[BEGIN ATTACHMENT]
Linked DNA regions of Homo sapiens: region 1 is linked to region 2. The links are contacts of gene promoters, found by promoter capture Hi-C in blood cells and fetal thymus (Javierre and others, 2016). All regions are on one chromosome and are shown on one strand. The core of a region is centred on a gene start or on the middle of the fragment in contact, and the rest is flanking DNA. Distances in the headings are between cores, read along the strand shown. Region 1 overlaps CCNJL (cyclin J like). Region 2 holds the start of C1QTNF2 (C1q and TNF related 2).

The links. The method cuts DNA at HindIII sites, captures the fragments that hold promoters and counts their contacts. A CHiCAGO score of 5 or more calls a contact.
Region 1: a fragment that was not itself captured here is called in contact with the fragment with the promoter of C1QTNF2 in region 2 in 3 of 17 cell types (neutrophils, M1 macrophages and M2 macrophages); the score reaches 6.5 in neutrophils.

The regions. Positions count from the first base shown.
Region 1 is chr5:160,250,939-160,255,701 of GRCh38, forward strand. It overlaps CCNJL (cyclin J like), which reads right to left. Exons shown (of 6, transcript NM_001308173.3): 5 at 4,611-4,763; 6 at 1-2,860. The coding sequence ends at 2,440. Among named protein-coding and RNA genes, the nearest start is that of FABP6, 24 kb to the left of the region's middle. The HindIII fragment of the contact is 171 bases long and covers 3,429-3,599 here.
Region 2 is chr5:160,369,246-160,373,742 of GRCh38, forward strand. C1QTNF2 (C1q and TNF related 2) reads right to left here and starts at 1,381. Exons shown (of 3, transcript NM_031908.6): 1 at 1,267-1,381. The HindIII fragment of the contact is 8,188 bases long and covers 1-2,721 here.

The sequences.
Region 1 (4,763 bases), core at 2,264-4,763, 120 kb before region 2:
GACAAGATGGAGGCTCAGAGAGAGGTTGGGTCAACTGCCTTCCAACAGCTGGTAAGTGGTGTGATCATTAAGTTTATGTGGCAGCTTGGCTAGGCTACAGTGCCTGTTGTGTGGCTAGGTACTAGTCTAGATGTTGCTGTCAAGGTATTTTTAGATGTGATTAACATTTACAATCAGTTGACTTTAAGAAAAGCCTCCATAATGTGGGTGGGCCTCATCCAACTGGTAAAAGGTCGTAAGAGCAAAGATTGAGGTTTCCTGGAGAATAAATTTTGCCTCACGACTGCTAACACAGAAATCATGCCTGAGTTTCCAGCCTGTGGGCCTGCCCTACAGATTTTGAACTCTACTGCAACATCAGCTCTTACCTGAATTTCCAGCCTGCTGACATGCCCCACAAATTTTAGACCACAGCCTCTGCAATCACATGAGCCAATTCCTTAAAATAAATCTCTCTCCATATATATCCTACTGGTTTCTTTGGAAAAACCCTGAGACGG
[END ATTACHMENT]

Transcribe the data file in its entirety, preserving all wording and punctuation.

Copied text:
Linked DNA regions of Homo sapiens: region 1 is linked to region 2. The links are contacts of gene promoters, found by promoter capture Hi-C in blood cells and fetal thymus (Javierre and others, 2016). All regions are on one chromosome and are shown on one strand. The core of a region is centred on a gene start or on the middle of the fragment in contact, and the rest is flanking DNA. Distances in the headings are between cores, read along the strand shown. Region 1 overlaps CCNJL (cyclin J like). Region 2 holds the start of C1QTNF2 (C1q and TNF related 2).

The links. The method cuts DNA at HindIII sites, captures the fragments that hold promoters and counts their contacts. A CHiCAGO score of 5 or more calls a contact.
Region 1: a fragment that was not itself captured here is called in contact with the fragment with the promoter of C1QTNF2 in region 2 in 3 of 17 cell types (neutrophils, M1 macrophages and M2 macrophages); the score reaches 6.5 in neutrophils.

The regions. Positions count from the first base shown.
Region 1 is chr5:160,250,939-160,255,701 of GRCh38, forward strand. It overlaps CCNJL (cyclin J like), which reads right to left. Exons shown (of 6, transcript NM_001308173.3): 5 at 4,611-4,763; 6 at 1-2,860. The coding sequence ends at 2,440. Among named protein-coding and RNA genes, the nearest start is that of FABP6, 24 kb to the left of the region's middle. The HindIII fragment of the contact is 171 bases long and covers 3,429-3,599 here.
Region 2 is chr5:160,369,246-160,373,742 of GRCh38, forward strand. C1QTNF2 (C1q and TNF related 2) reads right to left here and starts at 1,381. Exons shown (of 3, transcript NM_031908.6): 1 at 1,267-1,381. The HindIII fragment of the contact is 8,188 bases long and covers 1-2,721 here.

The sequences.
Region 1 (4,763 bases), core at 2,264-4,763, 120 kb before region 2:
GACAAGATGGAGGCTCAGAGAGAGGTTGGGTCAACTGCCTTCCAACAGCTGGTAAGTGGTGTGATCATTAAGTTTATGTGGCAGCTTGGCTAGGCTACAGTGCCTGTTGTGTGGCTAGGTACTAGTCTAGATGTTGCTGTCAAGGTATTTTTAGATGTGATTAACATTTACAATCAGTTGACTTTAAGAAAAGCCTCCATAATGTGGGTGGGCCTCATCCAACTGGTAAAAGGTCGTAAGAGCAAAGATTGAGGTTTCCTGGAGAATAAATTTTGCCTCACGACTGCTAACACAGAAATCATGCCTGAGTTTCCAGCCTGTGGGCCTGCCCTACAGATTTTGAACTCTACTGCAACATCAGCTCTTACCTGAATTTCCAGCCTGCTGACATGCCCCACAAATTTTAGACCACAGCCTCTGCAATCACATGAGCCAATTCCTTAAAATAAATCTCTCTCCATATATATCCTACTGGTTTCTTTGGAAAAACCCTGAGACGG